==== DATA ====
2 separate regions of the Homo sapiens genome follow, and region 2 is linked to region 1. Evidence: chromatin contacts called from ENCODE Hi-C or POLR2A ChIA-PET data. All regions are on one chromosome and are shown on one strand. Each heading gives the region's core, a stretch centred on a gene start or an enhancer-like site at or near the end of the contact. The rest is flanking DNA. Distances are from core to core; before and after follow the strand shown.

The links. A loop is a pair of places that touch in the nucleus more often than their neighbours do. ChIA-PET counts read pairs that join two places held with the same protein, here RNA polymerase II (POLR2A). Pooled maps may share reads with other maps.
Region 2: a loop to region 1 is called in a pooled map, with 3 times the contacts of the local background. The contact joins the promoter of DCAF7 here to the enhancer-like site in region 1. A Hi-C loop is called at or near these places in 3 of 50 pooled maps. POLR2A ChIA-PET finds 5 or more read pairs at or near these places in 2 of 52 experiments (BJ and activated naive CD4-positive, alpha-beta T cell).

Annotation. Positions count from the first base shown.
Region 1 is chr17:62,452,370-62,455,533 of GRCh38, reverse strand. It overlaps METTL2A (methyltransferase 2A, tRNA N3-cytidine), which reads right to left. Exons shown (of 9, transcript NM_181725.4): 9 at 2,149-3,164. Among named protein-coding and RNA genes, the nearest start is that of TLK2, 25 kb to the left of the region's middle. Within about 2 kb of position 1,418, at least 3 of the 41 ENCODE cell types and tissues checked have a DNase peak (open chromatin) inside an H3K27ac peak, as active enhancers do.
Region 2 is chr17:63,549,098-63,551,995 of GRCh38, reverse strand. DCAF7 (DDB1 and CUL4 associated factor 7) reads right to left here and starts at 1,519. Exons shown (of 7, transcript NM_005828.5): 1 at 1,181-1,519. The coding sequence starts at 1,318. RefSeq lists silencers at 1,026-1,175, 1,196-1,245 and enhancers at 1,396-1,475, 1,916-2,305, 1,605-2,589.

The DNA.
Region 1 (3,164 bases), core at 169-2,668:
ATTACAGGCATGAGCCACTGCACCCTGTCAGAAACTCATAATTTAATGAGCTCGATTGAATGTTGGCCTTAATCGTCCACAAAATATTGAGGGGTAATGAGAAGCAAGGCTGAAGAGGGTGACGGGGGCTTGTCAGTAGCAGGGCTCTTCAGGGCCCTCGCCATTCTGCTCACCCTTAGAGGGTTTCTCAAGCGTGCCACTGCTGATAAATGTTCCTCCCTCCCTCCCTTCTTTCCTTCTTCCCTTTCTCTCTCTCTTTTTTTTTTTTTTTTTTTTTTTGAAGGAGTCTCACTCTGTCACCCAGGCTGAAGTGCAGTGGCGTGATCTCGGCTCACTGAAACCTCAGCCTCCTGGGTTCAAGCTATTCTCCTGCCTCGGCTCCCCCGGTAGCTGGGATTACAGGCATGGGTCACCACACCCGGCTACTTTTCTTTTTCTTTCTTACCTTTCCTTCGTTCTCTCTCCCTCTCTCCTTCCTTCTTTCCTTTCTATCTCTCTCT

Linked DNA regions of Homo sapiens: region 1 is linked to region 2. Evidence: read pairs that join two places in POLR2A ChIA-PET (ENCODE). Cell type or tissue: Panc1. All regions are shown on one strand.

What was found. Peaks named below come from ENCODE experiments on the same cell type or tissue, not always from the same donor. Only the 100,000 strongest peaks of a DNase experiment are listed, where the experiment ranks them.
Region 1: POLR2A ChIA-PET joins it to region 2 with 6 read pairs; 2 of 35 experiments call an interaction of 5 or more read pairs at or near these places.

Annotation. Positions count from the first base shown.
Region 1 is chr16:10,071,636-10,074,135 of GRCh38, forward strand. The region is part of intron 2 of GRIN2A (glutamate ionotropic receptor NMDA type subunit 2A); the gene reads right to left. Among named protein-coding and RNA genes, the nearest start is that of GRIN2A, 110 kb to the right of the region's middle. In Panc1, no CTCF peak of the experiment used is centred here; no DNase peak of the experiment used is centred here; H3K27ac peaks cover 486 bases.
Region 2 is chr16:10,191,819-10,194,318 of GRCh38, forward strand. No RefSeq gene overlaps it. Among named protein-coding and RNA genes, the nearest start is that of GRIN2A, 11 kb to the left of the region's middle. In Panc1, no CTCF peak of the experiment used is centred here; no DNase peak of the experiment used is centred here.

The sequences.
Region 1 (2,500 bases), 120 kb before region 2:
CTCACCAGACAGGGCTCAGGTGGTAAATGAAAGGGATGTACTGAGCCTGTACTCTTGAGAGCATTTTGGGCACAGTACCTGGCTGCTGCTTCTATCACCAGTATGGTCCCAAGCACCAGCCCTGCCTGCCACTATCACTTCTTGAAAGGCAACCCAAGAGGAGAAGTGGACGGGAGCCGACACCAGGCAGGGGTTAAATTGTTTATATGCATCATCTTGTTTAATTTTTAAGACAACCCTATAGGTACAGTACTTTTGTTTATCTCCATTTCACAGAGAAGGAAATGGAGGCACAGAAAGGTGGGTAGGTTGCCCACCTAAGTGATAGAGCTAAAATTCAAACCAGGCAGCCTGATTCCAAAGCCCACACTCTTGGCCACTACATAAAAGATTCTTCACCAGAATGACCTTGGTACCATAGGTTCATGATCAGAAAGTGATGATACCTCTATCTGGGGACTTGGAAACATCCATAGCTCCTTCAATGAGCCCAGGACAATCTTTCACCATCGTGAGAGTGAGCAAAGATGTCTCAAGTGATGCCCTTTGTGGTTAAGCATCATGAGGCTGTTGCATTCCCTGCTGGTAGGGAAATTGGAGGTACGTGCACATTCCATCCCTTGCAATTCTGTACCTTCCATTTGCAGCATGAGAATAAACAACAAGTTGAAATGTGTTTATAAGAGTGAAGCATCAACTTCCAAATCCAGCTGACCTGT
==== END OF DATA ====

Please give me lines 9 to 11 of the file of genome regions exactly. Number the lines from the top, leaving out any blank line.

ATTACAGGCATGAGCCACTGCACCCTGTCAGAAACTCATAATTTAATGAGCTCGATTGAATGTTGGCCTTAATCGTCCACAAAATATTGAGGGGTAATGAGAAGCAAGGCTGAAGAGGGTGACGGGGGCTTGTCAGTAGCAGGGCTCTTCAGGGCCCTCGCCATTCTGCTCACCCTTAGAGGGTTTCTCAAGCGTGCCACTGCTGATAAATGTTCCTCCCTCCCTCCCTTCTTTCCTTCTTCCCTTTCTCTCTCTCTTTTTTTTTTTTTTTTTTTTTTTGAAGGAGTCTCACTCTGTCACCCAGGCTGAAGTGCAGTGGCGTGATCTCGGCTCACTGAAACCTCAGCCTCCTGGGTTCAAGCTATTCTCCTGCCTCGGCTCCCCCGGTAGCTGGGATTACAGGCATGGGTCACCACACCCGGCTACTTTTCTTTTTCTTTCTTACCTTTCCTTCGTTCTCTCTCCCTCTCTCCTTCCTTCTTTCCTTTCTATCTCTCTCT

Linked DNA regions of Homo sapiens: region 1 is linked to region 2. Evidence: read pairs that join two places in POLR2A ChIA-PET (ENCODE). Cell type or tissue: Panc1. All regions are shown on one strand.

What was found. Peaks named below come from ENCODE experiments on the same cell type or tissue, not always from the same donor. Only the 100,000 strongest peaks of a DNase experiment are listed, where the experiment ranks them.